Xi’an, 3 June 2016
1. We, the G20 Agriculture Ministers, met today in Xi’an to discuss how G20 members can promote food security, nutrition, sustainable agricultural growth, and rural development worldwide and contribute towards building an innovative, invigorated, interconnected and inclusive world economy to fully achieve the 2030 Agenda for Sustainable Development, including eradicating hunger and extreme poverty.
2. We remain deeply concerned that, despite tremendous efforts, 795 million people in the world still suffer from chronic hunger and 2 billion people from malnutrition. Through our participation in the United Nations System, we, as members of the G20, are therefore determined to fulfill our commitments taken under the Sustainable Development Goals (SDGs). We reaffirm that agriculture and rural development are crucial to global food security and poverty alleviation and can contribute significantly towards inclusive economic growth, social stability and the sustainable use of natural resources. Further, through the G20 Food Security and Nutrition Framework and the G20 Action Plan on Food Security and Sustainable Food Systems, we have committed to promote innovation in institutions, policies, science and technology, in order to increase agricultural productivity in a sustainable manner.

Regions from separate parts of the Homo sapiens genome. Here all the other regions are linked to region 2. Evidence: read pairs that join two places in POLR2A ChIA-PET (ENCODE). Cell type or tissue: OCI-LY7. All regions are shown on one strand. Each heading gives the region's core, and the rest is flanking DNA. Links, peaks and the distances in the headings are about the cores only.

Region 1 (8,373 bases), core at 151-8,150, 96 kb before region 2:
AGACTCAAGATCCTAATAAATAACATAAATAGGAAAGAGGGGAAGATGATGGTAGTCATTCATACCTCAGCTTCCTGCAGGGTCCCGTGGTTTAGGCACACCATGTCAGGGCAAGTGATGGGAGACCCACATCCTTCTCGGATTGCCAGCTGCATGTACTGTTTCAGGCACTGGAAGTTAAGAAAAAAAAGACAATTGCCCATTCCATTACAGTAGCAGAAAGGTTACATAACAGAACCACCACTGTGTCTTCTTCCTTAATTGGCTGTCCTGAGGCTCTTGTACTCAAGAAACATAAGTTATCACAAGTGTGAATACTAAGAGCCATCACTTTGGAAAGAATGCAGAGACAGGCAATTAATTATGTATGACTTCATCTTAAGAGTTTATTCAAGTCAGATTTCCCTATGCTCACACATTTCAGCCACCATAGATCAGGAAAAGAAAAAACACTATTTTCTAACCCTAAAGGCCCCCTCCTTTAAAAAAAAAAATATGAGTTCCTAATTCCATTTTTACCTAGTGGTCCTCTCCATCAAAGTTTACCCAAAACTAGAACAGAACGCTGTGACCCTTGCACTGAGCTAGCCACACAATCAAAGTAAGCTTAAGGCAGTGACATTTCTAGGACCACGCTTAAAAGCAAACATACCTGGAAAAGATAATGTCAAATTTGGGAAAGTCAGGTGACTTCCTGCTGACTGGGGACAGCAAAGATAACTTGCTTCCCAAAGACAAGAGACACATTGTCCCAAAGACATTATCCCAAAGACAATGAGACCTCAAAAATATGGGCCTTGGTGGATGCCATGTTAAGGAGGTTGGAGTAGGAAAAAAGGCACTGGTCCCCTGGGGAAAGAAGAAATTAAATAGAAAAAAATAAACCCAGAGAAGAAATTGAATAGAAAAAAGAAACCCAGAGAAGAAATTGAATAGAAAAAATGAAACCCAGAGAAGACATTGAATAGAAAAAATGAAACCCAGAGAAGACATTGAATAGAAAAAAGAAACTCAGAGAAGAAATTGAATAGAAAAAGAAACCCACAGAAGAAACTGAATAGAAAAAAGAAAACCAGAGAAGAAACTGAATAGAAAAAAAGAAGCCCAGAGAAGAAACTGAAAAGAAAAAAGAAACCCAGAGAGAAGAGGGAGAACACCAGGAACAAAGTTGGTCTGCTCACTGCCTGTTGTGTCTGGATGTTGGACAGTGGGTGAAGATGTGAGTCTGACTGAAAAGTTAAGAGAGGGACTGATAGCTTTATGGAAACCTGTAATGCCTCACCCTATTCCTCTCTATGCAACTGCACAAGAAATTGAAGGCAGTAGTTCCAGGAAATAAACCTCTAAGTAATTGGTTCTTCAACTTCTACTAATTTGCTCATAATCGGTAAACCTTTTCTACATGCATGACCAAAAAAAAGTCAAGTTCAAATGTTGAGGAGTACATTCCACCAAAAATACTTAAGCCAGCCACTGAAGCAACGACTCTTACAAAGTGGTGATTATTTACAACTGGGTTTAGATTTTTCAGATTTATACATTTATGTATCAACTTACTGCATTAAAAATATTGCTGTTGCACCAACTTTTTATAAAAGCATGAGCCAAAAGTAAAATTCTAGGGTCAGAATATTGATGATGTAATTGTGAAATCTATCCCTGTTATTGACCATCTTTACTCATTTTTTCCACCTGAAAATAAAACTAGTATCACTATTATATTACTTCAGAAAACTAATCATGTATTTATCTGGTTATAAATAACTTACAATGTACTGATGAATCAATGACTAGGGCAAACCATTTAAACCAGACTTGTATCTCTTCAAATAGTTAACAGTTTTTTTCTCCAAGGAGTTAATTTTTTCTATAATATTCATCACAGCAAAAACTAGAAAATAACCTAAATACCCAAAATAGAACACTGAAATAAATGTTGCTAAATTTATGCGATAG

3. We also acknowledge that food security is affected by the increasingly complex and variable factors and requires comprehensive and coordinated governance measures and a multi-tiered and multi-faceted system. We encourage coordination in this regard and support the Committee on World Food Security (CFS) and international and regional organizations in their efforts to foster even closer and more effective partnerships, and promote actions by all stakeholders at global, regional and national levels, taking into account national conditions, needs and expectations. We maintain that G20 members should coordinate and continue to play a leading role in identifying issues of global concern, coordinate efforts, and in collaboration with organizations such as the Food and Agriculture Organization of the United Nations (FAO), the International Fund for Agricultural Development (IFAD) and World Food Programme (WFP) , work in an innovative and prioritized manner, to further contribute to the improvement of local, national, regional, and global food security and nutrition. To strengthen global food security efforts and policy coordination, we encourage the development and optimization of national agriculture and food security strategies and plans aimed at improving effectiveness and efficiency in the agrifood sector, including through the reduction of food loss and waste.